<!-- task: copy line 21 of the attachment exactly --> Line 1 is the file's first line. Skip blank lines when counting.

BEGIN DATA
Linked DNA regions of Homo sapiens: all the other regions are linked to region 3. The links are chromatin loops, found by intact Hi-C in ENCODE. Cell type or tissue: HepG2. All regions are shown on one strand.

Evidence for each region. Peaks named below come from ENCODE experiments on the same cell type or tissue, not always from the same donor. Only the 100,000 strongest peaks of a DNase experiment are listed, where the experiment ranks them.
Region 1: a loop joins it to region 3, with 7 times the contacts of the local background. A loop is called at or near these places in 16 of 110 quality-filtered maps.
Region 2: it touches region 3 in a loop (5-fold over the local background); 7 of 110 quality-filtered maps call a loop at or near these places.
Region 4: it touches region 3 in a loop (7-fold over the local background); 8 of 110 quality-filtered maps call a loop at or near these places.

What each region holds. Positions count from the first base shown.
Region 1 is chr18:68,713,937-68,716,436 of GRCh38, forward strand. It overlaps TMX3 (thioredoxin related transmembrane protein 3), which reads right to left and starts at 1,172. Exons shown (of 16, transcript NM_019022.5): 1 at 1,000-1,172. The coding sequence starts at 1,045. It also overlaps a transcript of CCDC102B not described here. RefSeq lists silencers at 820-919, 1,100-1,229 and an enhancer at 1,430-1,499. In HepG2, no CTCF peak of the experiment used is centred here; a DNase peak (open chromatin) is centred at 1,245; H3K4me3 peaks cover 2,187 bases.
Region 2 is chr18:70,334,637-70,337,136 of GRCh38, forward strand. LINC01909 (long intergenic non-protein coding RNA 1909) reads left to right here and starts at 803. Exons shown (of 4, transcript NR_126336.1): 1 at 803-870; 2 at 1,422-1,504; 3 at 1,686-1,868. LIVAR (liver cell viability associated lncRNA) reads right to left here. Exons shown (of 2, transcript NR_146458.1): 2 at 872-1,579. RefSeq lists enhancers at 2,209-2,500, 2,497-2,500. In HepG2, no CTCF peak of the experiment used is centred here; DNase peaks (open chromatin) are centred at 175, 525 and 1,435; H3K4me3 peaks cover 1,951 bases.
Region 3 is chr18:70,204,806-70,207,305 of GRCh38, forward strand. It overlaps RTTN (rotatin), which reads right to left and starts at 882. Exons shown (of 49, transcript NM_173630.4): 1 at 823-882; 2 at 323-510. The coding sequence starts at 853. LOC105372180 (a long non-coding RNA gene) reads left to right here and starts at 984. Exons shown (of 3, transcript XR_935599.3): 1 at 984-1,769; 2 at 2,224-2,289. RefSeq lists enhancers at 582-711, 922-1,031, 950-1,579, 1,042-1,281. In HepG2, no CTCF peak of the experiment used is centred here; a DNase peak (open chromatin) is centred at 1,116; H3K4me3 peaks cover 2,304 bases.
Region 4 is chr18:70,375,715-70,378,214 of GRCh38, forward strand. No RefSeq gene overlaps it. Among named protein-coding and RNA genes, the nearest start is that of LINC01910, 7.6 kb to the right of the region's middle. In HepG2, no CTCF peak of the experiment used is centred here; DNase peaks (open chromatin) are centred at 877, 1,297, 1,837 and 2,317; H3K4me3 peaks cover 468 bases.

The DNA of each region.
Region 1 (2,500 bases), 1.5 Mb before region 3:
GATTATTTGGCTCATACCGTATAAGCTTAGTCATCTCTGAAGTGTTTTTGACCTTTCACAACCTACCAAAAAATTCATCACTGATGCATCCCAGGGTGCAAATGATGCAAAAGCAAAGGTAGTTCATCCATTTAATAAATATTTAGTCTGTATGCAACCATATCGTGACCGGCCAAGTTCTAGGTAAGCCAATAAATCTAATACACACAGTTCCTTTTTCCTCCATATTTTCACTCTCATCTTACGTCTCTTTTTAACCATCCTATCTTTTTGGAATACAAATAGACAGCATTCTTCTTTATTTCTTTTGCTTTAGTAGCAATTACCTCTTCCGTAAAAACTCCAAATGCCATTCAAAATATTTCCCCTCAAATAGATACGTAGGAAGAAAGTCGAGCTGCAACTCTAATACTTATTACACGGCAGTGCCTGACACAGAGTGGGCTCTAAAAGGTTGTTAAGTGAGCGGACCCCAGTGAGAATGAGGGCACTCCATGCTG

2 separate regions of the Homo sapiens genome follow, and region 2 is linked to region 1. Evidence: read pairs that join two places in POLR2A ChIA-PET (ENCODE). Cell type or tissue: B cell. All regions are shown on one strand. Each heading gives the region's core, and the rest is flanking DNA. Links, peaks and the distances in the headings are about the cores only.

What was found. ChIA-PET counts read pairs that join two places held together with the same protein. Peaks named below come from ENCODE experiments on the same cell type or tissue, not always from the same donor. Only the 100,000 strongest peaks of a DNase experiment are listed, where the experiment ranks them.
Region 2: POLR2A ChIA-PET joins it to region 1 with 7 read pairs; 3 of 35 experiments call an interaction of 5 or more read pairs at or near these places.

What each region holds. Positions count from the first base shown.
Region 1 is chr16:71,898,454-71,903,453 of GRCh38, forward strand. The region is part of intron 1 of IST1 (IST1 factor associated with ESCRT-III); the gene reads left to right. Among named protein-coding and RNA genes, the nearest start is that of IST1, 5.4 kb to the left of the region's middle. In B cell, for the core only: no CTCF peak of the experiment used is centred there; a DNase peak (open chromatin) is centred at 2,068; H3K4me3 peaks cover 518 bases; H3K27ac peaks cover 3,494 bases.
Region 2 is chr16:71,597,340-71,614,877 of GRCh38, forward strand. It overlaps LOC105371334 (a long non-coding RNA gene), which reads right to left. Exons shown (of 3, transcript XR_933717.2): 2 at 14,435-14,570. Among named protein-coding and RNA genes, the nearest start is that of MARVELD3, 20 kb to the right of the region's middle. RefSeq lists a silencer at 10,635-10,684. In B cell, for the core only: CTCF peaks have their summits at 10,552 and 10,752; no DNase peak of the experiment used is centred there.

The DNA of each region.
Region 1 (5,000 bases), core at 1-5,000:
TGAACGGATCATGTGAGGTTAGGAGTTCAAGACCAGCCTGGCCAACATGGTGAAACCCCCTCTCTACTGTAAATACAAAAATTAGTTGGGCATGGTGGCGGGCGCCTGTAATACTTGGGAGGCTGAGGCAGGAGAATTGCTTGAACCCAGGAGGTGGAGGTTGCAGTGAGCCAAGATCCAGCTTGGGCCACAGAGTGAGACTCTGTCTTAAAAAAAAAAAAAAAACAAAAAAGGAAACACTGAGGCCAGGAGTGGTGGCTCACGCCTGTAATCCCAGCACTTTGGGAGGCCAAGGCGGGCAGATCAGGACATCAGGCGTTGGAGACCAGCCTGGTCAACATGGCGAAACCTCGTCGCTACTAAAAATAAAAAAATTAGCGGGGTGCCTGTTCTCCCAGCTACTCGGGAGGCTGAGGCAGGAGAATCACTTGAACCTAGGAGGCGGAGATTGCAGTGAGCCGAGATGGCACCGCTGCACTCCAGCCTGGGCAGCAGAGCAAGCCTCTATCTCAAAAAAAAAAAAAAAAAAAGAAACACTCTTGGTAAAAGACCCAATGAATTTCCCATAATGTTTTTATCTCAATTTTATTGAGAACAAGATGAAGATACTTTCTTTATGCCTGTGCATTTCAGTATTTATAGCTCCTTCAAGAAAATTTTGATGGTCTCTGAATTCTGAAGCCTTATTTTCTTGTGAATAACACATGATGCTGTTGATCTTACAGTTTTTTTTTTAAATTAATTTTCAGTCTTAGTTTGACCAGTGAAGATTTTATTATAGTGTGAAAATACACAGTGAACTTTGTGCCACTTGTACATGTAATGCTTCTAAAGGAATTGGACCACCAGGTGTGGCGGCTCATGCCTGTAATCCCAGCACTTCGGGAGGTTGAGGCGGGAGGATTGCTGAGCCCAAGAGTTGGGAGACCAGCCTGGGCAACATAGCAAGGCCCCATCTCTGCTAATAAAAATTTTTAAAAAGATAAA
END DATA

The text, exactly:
Region 1 (5,000 bases), core at 1-5,000: